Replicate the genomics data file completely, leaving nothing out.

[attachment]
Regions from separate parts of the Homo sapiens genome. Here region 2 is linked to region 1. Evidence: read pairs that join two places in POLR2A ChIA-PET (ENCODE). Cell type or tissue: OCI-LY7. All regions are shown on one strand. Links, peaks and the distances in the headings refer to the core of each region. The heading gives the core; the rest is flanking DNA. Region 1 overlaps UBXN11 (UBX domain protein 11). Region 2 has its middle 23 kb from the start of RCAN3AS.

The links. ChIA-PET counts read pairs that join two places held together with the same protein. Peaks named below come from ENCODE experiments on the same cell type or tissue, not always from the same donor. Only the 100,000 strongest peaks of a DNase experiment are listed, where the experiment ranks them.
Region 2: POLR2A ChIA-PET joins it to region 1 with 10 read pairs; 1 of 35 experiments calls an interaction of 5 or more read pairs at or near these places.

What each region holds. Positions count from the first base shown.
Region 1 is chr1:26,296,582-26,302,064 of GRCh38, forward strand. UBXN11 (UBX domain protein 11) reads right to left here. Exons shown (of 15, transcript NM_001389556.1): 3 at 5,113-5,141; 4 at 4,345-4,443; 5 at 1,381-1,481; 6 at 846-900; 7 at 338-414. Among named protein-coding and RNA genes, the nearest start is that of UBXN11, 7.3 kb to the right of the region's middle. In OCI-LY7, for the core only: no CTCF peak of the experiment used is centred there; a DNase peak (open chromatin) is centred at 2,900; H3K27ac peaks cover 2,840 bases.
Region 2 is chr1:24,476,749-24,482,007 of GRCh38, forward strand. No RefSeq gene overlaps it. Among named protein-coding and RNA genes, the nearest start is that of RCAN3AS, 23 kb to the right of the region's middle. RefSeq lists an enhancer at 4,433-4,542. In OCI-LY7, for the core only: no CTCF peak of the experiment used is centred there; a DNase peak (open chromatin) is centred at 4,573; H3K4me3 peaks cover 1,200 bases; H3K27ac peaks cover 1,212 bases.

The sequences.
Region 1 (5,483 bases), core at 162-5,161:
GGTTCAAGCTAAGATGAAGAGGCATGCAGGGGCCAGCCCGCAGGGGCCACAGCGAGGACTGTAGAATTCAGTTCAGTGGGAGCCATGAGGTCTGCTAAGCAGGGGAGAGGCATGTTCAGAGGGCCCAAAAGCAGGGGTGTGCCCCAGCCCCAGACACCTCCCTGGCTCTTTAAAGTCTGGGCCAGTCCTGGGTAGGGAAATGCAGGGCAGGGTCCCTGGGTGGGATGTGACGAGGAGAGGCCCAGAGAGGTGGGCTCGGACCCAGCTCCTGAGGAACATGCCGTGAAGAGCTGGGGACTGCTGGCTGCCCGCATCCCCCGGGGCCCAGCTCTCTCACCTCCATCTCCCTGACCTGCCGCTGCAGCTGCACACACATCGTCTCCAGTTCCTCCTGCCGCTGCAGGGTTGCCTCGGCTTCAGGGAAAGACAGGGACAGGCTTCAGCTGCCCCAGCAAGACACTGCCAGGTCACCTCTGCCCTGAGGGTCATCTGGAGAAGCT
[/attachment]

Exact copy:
Regions from separate parts of the Homo sapiens genome. Here region 2 is linked to region 1. Evidence: read pairs that join two places in POLR2A ChIA-PET (ENCODE). Cell type or tissue: OCI-LY7. All regions are shown on one strand. Links, peaks and the distances in the headings refer to the core of each region. The heading gives the core; the rest is flanking DNA. Region 1 overlaps UBXN11 (UBX domain protein 11). Region 2 has its middle 23 kb from the start of RCAN3AS.

The links. ChIA-PET counts read pairs that join two places held together with the same protein. Peaks named below come from ENCODE experiments on the same cell type or tissue, not always from the same donor. Only the 100,000 strongest peaks of a DNase experiment are listed, where the experiment ranks them.
Region 2: POLR2A ChIA-PET joins it to region 1 with 10 read pairs; 1 of 35 experiments calls an interaction of 5 or more read pairs at or near these places.

What each region holds. Positions count from the first base shown.
Region 1 is chr1:26,296,582-26,302,064 of GRCh38, forward strand. UBXN11 (UBX domain protein 11) reads right to left here. Exons shown (of 15, transcript NM_001389556.1): 3 at 5,113-5,141; 4 at 4,345-4,443; 5 at 1,381-1,481; 6 at 846-900; 7 at 338-414. Among named protein-coding and RNA genes, the nearest start is that of UBXN11, 7.3 kb to the right of the region's middle. In OCI-LY7, for the core only: no CTCF peak of the experiment used is centred there; a DNase peak (open chromatin) is centred at 2,900; H3K27ac peaks cover 2,840 bases.
Region 2 is chr1:24,476,749-24,482,007 of GRCh38, forward strand. No RefSeq gene overlaps it. Among named protein-coding and RNA genes, the nearest start is that of RCAN3AS, 23 kb to the right of the region's middle. RefSeq lists an enhancer at 4,433-4,542. In OCI-LY7, for the core only: no CTCF peak of the experiment used is centred there; a DNase peak (open chromatin) is centred at 4,573; H3K4me3 peaks cover 1,200 bases; H3K27ac peaks cover 1,212 bases.

The sequences.
Region 1 (5,483 bases), core at 162-5,161:
GGTTCAAGCTAAGATGAAGAGGCATGCAGGGGCCAGCCCGCAGGGGCCACAGCGAGGACTGTAGAATTCAGTTCAGTGGGAGCCATGAGGTCTGCTAAGCAGGGGAGAGGCATGTTCAGAGGGCCCAAAAGCAGGGGTGTGCCCCAGCCCCAGACACCTCCCTGGCTCTTTAAAGTCTGGGCCAGTCCTGGGTAGGGAAATGCAGGGCAGGGTCCCTGGGTGGGATGTGACGAGGAGAGGCCCAGAGAGGTGGGCTCGGACCCAGCTCCTGAGGAACATGCCGTGAAGAGCTGGGGACTGCTGGCTGCCCGCATCCCCCGGGGCCCAGCTCTCTCACCTCCATCTCCCTGACCTGCCGCTGCAGCTGCACACACATCGTCTCCAGTTCCTCCTGCCGCTGCAGGGTTGCCTCGGCTTCAGGGAAAGACAGGGACAGGCTTCAGCTGCCCCAGCAAGACACTGCCAGGTCACCTCTGCCCTGAGGGTCATCTGGAGAAGCT